• Reinforce findings that the quality of relationships is preferred over quantity as people age
        • information tends to be shared with fewer people, but more deeply (Antonucci, Birditt, & Akiyama, 2009)
    • 27. SUMMARY
      • Designers of new ICTs for health and wellness need to take into account age-related differences not just in usability, but perceived impact, the nature of personal relationships, and privacy concerns
      • Generational differences may become more pronounced as populations age
      • “ Metaphors” inherent in new ICTs are unlikely to resonate uniformly across all generations
    • 28. REFERENCES Anderson, G. F., & Frogner, B. K. (2008). Health Spending In OECD Countries: Obtaining Value Per Dollar. Health Affairs, 27 (6), 1718-1727. Antonucci, T., Birditt, L., & Akiyama, H. (2009). Convoys of social relations: An interdisciplinary approach. In V. B. Bengtson, D. Gans, N. M. Putney & M. Silverstein (Eds.), Handbook of Theories of Aging (Vol. 2nd). New York: Springer. Center for Disease Control and Prevention (2010). U.S. Obesity Trends. Retrieved November 6, 2011 from http://www.cdc.gov/obesity/data/trends.html Cohen, S., & Janicki-Deverts, D. (2009). Can we improve our physical health by altering our social networks? Perspectives on Psychological Science, 4 (4), 375-378. Consolvo, S., Roessler, P., Shelton, B. E., LaMarca, A., Schilit, B., & Bly, S. (2004). Technology for care networks of elders. Pervasive Computing, IEEE, 3 (2), 22-29. House, J., Landis, K., & Umberson, D. (1988). Social relationships and health. Science, 241 (4865), 540-545 Kitzrow, M. A. (2003). The mental health needs of today's college students: Challenges and recommendations. NASPA Journal, 41(1), 165-179.   Morrell, R., Mayhorn, C., & Echt, K. (2004). Why older adults use or do not use the internet. In D. Burdick & S. Kwon (Eds.), Gerotechnology: Research and Practice in Technology and Aging . New York: Springer Publishing. National Institute on Aging (2009). Why population aging matters: A global perspective. Retrieved June 4, 2011 from http://www.nia.nih.gov/researchinformation/extramuralprograms/behavioralandsocialresearch/globalaging.htm Toscos, T., Faber, A., Connelly, K., & Upoma, A. (2008). Encouraging physical activity in teens: Can technology help reduce barriers to physical activity in adolescent girls? Paper presented at the In Proceedings of the 2nd International Conference on Pervasive Computing Technologies for Healthcare, Tampere, Finland.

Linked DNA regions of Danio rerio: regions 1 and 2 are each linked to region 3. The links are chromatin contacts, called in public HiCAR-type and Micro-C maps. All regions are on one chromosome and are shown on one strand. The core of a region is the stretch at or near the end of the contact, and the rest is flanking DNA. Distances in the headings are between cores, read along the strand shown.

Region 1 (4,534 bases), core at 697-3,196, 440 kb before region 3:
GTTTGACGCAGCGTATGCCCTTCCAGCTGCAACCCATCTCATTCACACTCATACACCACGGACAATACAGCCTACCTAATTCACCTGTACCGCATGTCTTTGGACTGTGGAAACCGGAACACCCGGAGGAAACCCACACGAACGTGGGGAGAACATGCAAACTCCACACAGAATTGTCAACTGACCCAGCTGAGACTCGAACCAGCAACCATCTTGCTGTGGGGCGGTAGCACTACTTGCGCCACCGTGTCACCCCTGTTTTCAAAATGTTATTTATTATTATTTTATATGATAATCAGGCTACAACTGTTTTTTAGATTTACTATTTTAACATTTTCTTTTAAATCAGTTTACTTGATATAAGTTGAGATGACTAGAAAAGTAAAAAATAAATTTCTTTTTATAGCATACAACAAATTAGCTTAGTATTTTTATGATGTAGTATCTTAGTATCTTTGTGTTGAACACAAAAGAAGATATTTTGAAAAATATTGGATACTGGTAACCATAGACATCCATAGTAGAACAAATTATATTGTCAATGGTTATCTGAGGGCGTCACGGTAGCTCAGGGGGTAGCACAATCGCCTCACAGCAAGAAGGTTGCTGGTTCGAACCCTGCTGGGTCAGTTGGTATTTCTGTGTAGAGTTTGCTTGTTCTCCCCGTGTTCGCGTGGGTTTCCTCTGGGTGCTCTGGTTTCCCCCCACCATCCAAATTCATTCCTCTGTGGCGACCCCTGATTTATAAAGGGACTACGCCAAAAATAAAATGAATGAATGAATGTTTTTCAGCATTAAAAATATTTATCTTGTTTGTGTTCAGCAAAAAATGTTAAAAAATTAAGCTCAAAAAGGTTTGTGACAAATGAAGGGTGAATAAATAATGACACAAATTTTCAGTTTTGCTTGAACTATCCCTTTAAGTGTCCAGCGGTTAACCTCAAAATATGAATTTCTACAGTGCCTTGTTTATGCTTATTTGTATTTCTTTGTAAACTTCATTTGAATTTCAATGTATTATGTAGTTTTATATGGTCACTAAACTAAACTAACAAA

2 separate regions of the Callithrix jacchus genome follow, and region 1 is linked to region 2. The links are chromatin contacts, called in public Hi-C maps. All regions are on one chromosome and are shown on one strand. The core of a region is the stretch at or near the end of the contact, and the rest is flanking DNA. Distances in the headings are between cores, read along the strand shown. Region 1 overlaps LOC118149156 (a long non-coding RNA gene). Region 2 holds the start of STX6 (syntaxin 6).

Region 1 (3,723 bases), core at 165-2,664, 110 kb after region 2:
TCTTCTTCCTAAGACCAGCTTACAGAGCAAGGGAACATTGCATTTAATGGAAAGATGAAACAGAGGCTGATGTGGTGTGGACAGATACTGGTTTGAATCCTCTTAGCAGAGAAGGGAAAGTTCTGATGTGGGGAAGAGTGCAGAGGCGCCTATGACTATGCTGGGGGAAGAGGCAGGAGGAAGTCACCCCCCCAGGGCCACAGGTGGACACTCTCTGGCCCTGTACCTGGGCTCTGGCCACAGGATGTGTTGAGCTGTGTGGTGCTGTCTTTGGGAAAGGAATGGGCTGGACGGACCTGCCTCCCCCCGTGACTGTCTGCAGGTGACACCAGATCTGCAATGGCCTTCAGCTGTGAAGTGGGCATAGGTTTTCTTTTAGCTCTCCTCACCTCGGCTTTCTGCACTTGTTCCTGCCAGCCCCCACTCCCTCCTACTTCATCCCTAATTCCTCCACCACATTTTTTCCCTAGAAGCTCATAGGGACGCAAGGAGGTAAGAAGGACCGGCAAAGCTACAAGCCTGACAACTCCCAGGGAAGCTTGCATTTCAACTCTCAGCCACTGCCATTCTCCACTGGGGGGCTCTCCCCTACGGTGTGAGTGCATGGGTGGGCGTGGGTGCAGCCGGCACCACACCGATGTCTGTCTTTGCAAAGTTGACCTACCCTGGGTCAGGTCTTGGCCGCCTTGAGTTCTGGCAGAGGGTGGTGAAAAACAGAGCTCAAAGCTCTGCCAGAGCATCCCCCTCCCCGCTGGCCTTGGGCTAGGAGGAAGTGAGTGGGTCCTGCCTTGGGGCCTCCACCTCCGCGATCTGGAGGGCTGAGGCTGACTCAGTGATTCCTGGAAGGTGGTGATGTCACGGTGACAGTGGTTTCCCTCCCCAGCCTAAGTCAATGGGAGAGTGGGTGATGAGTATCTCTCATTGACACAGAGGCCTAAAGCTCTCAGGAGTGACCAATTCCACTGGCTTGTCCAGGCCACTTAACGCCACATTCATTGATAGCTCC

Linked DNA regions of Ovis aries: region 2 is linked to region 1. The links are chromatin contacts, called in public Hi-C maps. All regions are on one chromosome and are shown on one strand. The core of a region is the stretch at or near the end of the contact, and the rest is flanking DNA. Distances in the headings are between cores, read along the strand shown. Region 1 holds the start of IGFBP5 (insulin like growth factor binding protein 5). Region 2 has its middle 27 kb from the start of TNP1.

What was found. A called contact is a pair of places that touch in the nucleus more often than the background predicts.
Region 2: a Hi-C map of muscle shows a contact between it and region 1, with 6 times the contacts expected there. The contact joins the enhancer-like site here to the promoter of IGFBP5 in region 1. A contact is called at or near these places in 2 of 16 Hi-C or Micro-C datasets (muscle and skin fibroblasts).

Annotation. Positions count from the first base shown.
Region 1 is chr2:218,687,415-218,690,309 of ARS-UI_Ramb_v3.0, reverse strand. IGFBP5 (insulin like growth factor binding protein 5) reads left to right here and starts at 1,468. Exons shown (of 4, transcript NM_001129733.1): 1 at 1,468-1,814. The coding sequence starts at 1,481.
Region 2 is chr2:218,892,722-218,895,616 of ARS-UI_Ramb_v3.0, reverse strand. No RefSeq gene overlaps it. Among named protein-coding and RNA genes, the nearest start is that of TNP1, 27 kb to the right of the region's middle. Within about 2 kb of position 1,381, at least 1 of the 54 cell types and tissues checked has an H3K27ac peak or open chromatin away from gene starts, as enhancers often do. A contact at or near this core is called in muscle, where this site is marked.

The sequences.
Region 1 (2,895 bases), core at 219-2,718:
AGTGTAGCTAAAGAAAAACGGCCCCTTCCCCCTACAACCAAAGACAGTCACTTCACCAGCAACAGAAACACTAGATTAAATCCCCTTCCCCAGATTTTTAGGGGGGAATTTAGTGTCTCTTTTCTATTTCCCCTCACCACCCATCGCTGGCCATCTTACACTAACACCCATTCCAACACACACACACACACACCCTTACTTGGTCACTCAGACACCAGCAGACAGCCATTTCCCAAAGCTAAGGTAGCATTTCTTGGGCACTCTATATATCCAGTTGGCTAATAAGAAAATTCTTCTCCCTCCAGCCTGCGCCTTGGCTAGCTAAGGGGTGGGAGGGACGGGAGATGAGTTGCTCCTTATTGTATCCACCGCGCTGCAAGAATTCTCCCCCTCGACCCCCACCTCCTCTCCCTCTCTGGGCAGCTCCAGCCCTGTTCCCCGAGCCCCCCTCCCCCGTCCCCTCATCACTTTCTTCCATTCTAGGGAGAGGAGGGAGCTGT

• 29. ACKNOWLEDGEMENTS
      • We wish to acknowledge the help of Dr. Peter Grogg and Dr. Lesa Huber in recruiting participants, Samantha Mardyla and Allen Shyu in creating the scripts and videos, and the Indiana University Center for Applied Research in Cybersecurity for its financial support.